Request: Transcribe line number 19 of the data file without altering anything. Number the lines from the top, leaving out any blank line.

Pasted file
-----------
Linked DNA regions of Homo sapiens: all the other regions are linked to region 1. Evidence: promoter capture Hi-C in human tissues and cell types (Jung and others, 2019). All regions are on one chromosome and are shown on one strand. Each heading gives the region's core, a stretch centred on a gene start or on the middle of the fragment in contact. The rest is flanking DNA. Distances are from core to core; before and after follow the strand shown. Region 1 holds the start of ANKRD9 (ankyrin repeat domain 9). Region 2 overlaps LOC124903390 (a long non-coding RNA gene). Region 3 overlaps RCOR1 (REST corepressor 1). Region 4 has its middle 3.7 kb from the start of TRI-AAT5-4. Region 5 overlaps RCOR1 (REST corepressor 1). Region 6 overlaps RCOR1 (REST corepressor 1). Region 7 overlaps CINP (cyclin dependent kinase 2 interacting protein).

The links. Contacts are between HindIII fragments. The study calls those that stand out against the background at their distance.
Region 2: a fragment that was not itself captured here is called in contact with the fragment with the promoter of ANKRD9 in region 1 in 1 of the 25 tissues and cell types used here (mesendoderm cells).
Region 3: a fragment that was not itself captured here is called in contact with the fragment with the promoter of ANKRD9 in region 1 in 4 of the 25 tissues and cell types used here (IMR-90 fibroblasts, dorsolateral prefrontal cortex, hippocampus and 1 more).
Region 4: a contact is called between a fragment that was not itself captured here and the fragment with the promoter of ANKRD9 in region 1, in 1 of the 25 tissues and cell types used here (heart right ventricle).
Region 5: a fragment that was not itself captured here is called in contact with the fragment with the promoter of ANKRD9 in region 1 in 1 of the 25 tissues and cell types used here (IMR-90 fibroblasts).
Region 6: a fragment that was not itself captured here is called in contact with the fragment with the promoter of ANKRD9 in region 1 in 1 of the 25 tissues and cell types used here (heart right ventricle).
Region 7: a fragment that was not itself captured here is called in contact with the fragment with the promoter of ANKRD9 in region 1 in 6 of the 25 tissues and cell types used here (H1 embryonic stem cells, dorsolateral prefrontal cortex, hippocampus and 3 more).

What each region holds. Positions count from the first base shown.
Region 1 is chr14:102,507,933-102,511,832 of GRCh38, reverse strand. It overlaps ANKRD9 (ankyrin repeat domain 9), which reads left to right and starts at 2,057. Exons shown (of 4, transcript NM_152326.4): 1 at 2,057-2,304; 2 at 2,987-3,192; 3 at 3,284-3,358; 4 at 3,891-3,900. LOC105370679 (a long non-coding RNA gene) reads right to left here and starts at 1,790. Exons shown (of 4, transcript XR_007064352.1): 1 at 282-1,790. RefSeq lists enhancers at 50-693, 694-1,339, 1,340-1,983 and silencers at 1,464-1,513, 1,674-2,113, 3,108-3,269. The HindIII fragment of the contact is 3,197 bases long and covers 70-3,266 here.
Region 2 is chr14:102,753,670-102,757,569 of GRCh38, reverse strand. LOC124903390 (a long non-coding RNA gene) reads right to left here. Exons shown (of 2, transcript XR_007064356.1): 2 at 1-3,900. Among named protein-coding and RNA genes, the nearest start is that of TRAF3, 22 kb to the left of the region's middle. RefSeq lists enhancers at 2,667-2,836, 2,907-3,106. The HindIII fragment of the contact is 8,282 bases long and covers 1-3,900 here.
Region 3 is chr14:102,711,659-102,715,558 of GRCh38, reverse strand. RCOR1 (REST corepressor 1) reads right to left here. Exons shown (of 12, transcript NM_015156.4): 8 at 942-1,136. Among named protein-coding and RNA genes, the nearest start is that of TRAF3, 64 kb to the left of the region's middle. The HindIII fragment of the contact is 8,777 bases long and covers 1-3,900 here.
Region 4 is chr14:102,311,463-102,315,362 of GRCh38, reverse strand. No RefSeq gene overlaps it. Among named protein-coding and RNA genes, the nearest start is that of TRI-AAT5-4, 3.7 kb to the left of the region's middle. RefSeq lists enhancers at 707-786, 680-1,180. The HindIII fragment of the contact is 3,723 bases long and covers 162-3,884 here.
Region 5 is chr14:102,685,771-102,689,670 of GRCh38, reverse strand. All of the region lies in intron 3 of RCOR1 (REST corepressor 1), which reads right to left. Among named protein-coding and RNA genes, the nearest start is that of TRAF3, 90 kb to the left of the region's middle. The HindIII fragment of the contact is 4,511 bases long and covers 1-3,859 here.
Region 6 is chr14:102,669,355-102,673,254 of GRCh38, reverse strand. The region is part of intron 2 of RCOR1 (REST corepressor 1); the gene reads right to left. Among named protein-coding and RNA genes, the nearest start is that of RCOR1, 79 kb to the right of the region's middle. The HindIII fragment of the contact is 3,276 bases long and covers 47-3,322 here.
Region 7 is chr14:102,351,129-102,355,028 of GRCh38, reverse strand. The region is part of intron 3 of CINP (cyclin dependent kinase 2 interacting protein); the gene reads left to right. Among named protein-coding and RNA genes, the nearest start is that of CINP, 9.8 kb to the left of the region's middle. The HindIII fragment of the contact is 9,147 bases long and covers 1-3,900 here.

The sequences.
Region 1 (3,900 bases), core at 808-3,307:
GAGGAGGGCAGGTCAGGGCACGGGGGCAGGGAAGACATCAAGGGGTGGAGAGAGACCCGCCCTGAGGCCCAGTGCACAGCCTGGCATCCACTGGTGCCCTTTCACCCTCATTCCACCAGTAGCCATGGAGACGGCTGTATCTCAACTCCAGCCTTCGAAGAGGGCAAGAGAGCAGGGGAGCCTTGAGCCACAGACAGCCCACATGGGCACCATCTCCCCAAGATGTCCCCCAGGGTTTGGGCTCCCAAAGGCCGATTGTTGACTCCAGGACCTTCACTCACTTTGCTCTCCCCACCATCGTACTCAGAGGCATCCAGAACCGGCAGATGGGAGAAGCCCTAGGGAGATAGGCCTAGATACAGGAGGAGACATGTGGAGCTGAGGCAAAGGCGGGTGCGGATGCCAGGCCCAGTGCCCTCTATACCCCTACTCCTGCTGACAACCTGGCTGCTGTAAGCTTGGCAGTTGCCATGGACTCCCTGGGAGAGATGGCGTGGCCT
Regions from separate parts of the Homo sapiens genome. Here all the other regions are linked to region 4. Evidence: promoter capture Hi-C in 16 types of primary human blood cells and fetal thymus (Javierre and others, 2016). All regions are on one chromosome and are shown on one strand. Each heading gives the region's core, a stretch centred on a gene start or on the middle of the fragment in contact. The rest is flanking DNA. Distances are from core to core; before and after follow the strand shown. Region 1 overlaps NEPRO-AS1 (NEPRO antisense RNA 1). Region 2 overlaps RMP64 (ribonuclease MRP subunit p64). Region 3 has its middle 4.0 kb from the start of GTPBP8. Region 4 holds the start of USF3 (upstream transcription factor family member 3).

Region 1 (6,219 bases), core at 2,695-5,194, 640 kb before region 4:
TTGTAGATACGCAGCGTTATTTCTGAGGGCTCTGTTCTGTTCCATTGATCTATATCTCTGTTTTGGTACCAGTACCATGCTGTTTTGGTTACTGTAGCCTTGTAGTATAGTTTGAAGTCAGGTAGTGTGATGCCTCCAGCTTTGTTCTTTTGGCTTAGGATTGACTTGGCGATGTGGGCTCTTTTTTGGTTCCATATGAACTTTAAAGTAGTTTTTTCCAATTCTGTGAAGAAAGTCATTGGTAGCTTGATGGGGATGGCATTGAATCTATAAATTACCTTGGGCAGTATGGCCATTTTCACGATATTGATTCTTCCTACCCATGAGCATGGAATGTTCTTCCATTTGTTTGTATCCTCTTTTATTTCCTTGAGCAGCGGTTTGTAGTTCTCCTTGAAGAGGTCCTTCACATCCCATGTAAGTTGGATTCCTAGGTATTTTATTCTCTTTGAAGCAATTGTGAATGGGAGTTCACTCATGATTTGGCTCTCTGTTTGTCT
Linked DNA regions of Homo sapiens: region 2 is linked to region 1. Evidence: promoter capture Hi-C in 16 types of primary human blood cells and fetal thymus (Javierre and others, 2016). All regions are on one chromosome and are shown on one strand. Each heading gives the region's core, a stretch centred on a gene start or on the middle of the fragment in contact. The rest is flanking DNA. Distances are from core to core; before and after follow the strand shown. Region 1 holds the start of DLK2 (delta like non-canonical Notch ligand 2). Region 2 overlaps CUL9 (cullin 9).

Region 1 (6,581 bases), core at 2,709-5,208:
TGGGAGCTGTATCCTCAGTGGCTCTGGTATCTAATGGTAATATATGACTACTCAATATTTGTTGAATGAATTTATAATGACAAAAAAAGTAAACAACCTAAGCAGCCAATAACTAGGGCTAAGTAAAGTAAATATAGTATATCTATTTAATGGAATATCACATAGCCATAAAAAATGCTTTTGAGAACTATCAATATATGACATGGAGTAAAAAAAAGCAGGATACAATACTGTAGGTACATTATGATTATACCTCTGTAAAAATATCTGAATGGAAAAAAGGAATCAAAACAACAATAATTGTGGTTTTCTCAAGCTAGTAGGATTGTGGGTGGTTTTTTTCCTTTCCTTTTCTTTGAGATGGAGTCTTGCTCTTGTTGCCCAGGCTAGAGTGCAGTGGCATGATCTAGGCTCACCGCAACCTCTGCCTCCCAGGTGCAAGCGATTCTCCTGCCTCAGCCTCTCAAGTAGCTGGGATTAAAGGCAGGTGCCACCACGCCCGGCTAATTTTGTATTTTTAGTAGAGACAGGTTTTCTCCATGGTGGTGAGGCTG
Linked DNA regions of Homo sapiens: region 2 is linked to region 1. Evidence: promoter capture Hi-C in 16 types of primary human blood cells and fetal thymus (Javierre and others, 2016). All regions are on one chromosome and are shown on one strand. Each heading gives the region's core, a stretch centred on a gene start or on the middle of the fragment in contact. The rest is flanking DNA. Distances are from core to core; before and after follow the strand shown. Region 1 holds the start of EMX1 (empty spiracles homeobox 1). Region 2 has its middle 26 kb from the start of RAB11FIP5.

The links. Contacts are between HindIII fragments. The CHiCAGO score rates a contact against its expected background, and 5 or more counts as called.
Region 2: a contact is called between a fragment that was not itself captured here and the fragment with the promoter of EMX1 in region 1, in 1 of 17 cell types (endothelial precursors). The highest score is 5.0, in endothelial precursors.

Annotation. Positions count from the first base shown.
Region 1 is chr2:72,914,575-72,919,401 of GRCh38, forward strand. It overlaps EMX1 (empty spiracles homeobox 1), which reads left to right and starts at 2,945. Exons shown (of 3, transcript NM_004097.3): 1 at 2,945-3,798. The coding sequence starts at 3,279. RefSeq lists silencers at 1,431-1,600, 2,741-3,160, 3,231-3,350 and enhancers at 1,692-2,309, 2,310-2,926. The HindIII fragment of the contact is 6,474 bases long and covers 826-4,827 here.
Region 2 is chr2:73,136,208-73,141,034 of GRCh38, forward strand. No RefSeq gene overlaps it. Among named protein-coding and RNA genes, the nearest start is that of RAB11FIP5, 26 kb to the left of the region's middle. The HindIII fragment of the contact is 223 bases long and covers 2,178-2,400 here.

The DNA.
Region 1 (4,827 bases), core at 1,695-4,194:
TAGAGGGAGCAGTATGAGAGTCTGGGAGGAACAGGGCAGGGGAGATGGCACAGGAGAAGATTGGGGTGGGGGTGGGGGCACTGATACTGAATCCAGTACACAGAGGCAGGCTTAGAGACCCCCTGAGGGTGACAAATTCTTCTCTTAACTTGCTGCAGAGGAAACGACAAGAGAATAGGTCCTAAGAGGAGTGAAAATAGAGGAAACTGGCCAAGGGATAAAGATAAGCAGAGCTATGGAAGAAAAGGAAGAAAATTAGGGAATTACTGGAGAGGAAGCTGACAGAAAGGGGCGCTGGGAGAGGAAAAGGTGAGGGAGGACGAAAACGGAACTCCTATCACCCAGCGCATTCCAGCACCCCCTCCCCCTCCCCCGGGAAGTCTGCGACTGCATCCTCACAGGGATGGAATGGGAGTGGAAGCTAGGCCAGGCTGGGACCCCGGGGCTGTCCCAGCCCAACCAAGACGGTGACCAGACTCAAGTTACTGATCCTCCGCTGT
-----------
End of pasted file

GAGGAGGGCAGGTCAGGGCACGGGGGCAGGGAAGACATCAAGGGGTGGAGAGAGACCCGCCCTGAGGCCCAGTGCACAGCCTGGCATCCACTGGTGCCCTTTCACCCTCATTCCACCAGTAGCCATGGAGACGGCTGTATCTCAACTCCAGCCTTCGAAGAGGGCAAGAGAGCAGGGGAGCCTTGAGCCACAGACAGCCCACATGGGCACCATCTCCCCAAGATGTCCCCCAGGGTTTGGGCTCCCAAAGGCCGATTGTTGACTCCAGGACCTTCACTCACTTTGCTCTCCCCACCATCGTACTCAGAGGCATCCAGAACCGGCAGATGGGAGAAGCCCTAGGGAGATAGGCCTAGATACAGGAGGAGACATGTGGAGCTGAGGCAAAGGCGGGTGCGGATGCCAGGCCCAGTGCCCTCTATACCCCTACTCCTGCTGACAACCTGGCTGCTGTAAGCTTGGCAGTTGCCATGGACTCCCTGGGAGAGATGGCGTGGCCT